Are you planning a vacation this summer? Two-thirds of Americans have at least one leisure trip planned this summer, according to a recent poll by Harris Interactive, a Nielson Company. That's two percentage points higher than last year's poll and six points higher than 2012. AAA expects 2014 to be the busiest travel season since 2000, thanks to economic improvement and pent-up demand.
On the flip side, the Harris poll revealed that business travel is declining. Only 14 percent of respondents have a business trip planned this summer, down three points from last year and nine points from five years ago. Many budget-conscious companies rely less on business travel and more on telephone, video and Internet conferencing these days.
If you're bucking that trend and planning a business trip, consider turning it into a personal getaway this summer. You may be able to save substantial costs compared to a leisure-only trip.
Most companies will pay for an employee's airfare, hotel, rental car and meal expenses. So, solo travelers will find most major costs covered. If the employee chooses to bring along his or her family, incremental costs are generally paid by the employee personally -- or the employee reimburses the company later on.
Example: A family extended Mom's three-day business trip to Orlando into a Disney getaway. The employer paid for mom's ride to the airport ($80), her airfare ($300), three-night's stay at an Orlando hotel within driving distance to the parks ($750) and a car rental for three days ($120). Mom was also able to expense her company's per diem allowance for meals ($25) on the two nights that she wasn't dining with clients. The total was $1,300.
Employees can also use business travel to build up reward points with preferred hotels and airlines. Reward points might be able to be converted to free hotel stays and plane tickets for personal use. Business travelers should select preferred brands and sign up for rewards programs. Points add up quickly and are easy to redeem.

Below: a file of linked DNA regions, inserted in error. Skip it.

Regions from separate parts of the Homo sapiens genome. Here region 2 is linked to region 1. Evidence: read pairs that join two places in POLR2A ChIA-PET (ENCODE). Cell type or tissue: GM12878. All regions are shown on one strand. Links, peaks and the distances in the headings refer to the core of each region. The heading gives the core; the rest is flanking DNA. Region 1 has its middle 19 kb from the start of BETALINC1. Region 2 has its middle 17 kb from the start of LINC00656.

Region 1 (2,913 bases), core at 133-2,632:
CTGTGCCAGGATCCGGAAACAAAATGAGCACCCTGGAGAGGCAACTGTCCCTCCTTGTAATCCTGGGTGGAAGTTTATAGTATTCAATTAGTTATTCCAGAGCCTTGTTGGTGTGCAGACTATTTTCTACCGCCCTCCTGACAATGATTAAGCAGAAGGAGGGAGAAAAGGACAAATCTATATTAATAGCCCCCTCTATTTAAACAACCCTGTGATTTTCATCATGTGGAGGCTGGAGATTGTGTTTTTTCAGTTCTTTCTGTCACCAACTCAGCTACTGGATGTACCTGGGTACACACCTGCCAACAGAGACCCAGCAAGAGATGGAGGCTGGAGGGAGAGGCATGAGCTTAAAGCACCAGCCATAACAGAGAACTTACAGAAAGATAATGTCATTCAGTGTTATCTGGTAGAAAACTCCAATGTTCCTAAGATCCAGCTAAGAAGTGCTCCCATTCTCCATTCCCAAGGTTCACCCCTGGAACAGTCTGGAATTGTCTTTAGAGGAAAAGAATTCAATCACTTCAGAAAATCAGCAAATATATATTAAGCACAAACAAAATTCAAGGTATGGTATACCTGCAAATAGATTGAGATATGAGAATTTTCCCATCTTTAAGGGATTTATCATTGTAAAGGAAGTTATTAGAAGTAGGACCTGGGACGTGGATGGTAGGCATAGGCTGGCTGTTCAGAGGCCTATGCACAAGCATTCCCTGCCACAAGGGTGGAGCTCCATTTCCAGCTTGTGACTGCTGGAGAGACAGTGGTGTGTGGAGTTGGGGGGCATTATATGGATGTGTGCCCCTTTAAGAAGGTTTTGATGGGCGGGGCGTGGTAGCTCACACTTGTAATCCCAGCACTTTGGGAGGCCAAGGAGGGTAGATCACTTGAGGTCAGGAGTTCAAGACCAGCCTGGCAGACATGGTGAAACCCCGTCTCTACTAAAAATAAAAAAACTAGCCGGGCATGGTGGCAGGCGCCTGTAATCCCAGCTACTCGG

The cost savings may be even more substantial for self-employed people due to business travel tax deductions, but business owners must be careful to follow the rules to ward off the IRS.
Federal tax laws allow self-employed individuals to deduct 100 percent of their transportation costs for business travel within the United States. Transportation expenses include plane tickets, the cost of getting to and from the airport at both ends of the trip, and luggage handling tips. The same rules apply if you travel by car or rail, rather than by air.
The catch > The primary reason for your trip must be business, rather than personal pleasure. If vacation is the primary motivation for your travel, you can't deduct any of your transportation expenses, even though you may conduct substantial business during the trip.
How do you determine if the purpose of a trip is primarily for business or pleasure? There are no concrete rules, but you can claim a trip is mainly for business when your business travel days exceed your personal travel days.
Here's a summary of what counts as business days: